Arizona AG files consumer fraud lawsuit against Insys founder, execs

Jul 18, 2019, 1:30 PM | Updated: 3:04 pm

In this Jan. 30, 2019, file photo, Insys Therapeutics founder John Kapoor leaves federal court in B...

In this Jan. 30, 2019, file photo, Insys Therapeutics founder John Kapoor leaves federal court in Boston. The Justice Department says opioid manufacturer Insys Therapeutics has agreed to pay $225 million to settle federal criminal and civil investigations. The settlement announced Wednesday, June 5, 2019 includes a five-year deferred prosecution agreement. (AP Photo/Steven Senne)

(AP Photo/Steven Senne)

PHOENIX — Arizona Attorney General Mark Brnovich on Wednesday filed a lawsuit against former executives of a Chandler-based opioid manufacturer, alleging they engaged in a fraudulent marketing scheme that increased the sales of the company’s highly addictive opioid prescription drug that contains fentanyl.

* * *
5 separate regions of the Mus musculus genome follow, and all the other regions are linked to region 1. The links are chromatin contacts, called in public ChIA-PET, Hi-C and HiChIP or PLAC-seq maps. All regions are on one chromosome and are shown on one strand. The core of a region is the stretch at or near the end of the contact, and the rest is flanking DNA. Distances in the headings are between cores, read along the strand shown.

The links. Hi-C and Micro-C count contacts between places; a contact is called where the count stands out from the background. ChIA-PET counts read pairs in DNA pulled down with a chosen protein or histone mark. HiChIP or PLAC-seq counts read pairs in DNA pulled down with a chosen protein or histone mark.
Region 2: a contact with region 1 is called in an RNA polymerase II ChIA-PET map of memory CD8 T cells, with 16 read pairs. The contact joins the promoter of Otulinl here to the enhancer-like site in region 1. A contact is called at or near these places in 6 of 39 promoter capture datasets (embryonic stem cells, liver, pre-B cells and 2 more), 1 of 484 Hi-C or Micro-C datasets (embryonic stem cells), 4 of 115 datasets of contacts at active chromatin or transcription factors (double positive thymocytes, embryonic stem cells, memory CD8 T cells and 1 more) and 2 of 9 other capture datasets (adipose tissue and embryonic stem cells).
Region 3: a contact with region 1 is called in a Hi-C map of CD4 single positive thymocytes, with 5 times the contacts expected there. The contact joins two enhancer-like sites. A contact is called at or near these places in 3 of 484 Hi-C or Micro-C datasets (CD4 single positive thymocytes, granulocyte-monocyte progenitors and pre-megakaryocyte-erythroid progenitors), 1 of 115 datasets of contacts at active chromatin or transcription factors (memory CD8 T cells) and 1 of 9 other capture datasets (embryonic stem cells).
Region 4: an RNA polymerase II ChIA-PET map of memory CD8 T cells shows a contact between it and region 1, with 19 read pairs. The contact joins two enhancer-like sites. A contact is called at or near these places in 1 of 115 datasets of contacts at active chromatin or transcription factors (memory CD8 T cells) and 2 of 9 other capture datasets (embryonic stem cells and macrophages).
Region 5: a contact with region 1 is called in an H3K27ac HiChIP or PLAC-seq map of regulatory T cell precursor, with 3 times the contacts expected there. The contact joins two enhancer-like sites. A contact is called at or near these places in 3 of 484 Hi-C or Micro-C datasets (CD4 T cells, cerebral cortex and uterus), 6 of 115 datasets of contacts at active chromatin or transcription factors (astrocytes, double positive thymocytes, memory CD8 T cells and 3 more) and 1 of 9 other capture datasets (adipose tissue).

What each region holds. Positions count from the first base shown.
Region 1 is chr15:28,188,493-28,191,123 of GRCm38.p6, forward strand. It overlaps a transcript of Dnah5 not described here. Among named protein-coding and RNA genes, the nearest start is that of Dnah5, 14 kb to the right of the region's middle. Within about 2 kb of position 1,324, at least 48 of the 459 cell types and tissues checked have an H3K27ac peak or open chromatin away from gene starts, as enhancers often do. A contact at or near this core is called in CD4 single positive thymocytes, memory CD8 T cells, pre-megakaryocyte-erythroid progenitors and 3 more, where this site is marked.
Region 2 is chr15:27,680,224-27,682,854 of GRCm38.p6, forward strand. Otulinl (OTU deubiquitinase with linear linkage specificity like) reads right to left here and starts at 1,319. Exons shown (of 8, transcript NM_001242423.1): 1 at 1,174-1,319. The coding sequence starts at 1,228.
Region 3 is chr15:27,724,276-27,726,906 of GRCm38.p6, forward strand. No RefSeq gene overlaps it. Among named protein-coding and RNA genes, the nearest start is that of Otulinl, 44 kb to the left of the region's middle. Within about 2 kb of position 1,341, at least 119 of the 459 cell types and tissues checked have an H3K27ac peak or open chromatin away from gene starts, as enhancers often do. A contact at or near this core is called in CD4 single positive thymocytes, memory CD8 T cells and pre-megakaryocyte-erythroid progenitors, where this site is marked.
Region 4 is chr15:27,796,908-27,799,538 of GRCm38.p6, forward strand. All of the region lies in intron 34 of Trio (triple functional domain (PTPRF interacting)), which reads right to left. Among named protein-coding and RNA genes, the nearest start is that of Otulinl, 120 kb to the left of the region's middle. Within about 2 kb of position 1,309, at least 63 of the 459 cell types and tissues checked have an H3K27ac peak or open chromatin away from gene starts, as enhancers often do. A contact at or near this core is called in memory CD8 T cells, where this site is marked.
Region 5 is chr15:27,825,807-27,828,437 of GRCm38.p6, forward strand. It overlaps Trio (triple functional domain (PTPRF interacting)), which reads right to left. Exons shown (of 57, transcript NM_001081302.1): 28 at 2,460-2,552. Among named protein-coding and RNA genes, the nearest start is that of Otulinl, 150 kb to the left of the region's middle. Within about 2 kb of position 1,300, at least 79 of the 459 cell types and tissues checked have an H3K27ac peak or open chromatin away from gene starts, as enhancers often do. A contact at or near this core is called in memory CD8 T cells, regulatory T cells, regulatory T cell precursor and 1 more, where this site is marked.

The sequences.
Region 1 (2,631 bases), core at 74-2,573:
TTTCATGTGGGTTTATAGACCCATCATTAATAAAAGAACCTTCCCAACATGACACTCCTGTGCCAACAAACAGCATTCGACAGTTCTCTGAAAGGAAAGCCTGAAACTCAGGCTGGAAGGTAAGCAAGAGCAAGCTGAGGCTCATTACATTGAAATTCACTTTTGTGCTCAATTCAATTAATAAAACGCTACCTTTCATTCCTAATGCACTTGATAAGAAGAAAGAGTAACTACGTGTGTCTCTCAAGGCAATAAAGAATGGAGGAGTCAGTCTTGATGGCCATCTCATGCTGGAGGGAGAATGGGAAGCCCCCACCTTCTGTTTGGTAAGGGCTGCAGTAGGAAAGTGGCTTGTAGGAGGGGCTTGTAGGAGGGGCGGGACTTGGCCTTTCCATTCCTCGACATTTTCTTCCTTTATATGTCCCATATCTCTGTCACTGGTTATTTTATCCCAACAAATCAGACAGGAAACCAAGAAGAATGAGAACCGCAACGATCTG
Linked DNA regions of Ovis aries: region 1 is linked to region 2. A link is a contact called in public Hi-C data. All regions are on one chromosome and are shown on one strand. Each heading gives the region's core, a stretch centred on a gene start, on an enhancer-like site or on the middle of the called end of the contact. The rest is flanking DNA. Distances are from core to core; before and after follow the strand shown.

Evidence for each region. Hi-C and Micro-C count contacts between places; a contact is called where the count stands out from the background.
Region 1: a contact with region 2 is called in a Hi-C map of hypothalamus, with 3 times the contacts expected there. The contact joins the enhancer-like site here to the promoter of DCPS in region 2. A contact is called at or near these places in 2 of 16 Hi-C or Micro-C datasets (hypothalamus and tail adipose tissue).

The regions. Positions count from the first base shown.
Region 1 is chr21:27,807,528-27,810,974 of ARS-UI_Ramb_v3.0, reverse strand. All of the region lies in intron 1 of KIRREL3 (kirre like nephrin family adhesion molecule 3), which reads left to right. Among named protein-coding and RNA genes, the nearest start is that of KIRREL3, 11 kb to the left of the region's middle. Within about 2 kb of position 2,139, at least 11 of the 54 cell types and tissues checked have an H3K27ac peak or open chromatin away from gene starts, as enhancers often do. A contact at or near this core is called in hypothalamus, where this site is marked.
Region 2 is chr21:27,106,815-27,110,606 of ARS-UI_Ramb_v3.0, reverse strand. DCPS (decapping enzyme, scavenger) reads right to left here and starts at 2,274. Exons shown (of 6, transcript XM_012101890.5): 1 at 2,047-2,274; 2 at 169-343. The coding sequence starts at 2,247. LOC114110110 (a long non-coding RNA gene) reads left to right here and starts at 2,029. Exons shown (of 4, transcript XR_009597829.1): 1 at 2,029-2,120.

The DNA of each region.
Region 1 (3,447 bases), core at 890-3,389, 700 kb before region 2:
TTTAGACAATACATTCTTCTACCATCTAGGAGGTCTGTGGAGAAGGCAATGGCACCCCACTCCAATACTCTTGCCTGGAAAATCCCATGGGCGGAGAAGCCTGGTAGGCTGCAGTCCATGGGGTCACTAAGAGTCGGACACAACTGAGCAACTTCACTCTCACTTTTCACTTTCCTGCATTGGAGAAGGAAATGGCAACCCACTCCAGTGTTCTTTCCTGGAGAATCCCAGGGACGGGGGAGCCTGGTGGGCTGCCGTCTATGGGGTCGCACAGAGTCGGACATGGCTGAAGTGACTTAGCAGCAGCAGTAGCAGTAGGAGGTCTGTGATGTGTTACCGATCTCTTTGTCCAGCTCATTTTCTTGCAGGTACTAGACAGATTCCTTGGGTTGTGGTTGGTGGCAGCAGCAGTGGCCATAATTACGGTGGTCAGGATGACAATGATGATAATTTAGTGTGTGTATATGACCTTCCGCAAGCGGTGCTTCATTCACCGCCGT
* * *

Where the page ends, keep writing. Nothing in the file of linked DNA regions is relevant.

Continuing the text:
The lawsuit against Insys founder John Kapoor and two of his former executives alleges they violated the Arizona Consumer Fraud Act by instructing employees to provide false and misleading information to insurers in order to secure prescriptions of fentanyl-laced Subsys for patients, according to a press release.

The lawsuit asks for restitution for consumers, the surrender of all profits from the alleged conduct and an injunction to ban Kapoor and his executives from marketing or selling pharmaceuticals in Arizona.

“It’s important that government doesn’t interfere with doctor-patient relationships and the ability for individuals to adequately manage their pain,” Brnovich said in the release.

“However, when pharmaceutical companies engage in unethical and greedy behavior that helps fuel the opioid crisis in our state, they must be held accountable.”

Insys employees were instructed to mislead insurance companies by telling them patients who were prescribed Subsys had cancer when they did not, according to the lawsuit.

Insys Lawsuit by KTAR News on Scribd

Insys executives also told employees to bribe health care providers with “lucrative fees” in exchange for doctors writing more prescriptions of Subsys, the lawsuit says.

Insys has sold over $1 billion worth of Subsys to date, according to the press release.

Brnovich also filed a lawsuit in 2017 against Insys. Since then, the company has admitted to bribing doctors, filed for bankruptcy and pleaded guilty to federal charges.

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Arizona AG files consumer fraud lawsuit against Insys founder, execs